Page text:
‘Mmm .. alright, just … tell me what’s on your mind.’ She forces herself to smile at her daughter, then carefully sips her tea as if to say that this is just one of their normal teatime chats.

Audrey’s left foot dances up and down, and she takes two quick drags before putting the cigarette out in a small Chinese ashtray.

‘It’s … it’s the neighbours! They’ve … been talking about us behind our backs! They’ve decided that they don’t like us, and they want us to move out.’

Hedy hesitates.

‘How do you know this?’ she asks. ‘Have you talked to one of the neighbours?’

‘They’re going to call our landlord behind our backs, because they don’t like us, and they want to drive us out of the house. It’s really true. I’m not imagining it!’ Aubrey voice becomes more urgent, and her left foot dances semicircles in the air.

Hedy’s mind scrambles to keep up with the onslaught of thoughts that are trying to swallow up her last ounce of tranquility. She knows that her daughter won’t back down, no matter what she says. There really is only one solution.

‘I’m going to call the landlord and ask him about it,’ Hedy decides. She scans her daughter for a reaction, but Aubrey just glares at her, her left foot still tripping the light fantastic. Hedy carefully places her tea on a sidetable and reaches for the phone.

A short conversation follows, and then Hedy hands the phone over to her daughter. The landlord talks and Aubrey listens. Her expression is sphinx-like when she finally puts the phone down. She crosses her legs and lights up another cigarette, her left foot now perfectly still. Hedy watches and waits while the afternoon sun slowly creeps up one side of the room, the changing light colouring the pigeonholes of the square bookcase an alternating grey and golden orange, like a natural rendition of Celebrity Squares. Then Aubrey’s stillness crumbles, deep frowns and furrows now animating her face, and she starts speaking.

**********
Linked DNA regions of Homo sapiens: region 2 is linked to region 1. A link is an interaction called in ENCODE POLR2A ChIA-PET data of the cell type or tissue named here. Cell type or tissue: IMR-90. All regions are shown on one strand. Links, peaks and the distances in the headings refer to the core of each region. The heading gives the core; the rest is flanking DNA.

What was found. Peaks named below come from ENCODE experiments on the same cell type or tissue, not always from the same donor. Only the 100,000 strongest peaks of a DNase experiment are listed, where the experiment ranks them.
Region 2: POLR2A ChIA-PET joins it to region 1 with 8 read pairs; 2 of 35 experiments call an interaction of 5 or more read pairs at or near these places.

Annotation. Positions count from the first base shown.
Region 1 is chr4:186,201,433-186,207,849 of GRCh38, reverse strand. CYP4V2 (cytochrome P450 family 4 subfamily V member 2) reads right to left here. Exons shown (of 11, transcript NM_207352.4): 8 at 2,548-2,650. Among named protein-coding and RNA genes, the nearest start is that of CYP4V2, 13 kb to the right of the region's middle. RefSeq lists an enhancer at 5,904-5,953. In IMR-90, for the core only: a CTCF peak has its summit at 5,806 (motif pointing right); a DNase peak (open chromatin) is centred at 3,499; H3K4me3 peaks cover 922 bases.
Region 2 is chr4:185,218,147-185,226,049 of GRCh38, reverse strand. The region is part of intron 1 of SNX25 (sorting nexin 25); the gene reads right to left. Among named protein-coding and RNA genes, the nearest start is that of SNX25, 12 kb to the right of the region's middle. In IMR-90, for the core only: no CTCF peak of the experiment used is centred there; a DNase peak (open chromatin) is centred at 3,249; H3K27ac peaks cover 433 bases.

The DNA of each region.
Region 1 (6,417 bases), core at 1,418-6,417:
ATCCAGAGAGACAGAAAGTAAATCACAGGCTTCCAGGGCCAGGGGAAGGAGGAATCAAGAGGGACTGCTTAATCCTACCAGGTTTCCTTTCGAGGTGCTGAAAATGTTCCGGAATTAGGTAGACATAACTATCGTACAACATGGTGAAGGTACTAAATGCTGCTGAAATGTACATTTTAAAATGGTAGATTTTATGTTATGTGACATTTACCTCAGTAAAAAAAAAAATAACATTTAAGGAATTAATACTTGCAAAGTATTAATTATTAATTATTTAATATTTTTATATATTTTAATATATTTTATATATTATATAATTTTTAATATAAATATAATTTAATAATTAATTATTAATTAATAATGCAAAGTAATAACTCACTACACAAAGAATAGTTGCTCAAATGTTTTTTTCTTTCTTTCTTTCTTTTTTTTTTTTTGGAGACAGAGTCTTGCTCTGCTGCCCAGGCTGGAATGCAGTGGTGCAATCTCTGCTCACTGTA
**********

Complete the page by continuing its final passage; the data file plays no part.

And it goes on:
‘Ehmm… he … he told me I was wrong … It’s not true, but I … I really believed it. I was sure that it wasn’t my imagination. I heard them saying those things, but it wasn’t true!’

‘I know, sweetheart,’ Hedy’s voice breaks a little as she watches her daughter grow smaller until she seems to disappear into the pattern of the chair. ‘How would you feel about giving your doctor a ring tomorrow about adjusting your medication? Don’t you think that might be a good idea?’

‘Yes,’ Aubrey nods tiredly, ‘I’ll call him in the morning.’

Little Boxes

Interior photograph of a dilapidated house. Outside the window there is a tree.

The boxes on the hillside weren’t meant to last. They kept out the spiders and mould for as long as they were cared for; eventually no one cared enough to sweep and polish and mend.

Like peeling paint on cladding, once-held ideas shed in slivers and revealed a void that used to be invisible to dream-led minds.

When a better way of being came into reach, the people left to live closer to the trees.

[This microfiction was first published online by Paragraph Planet.]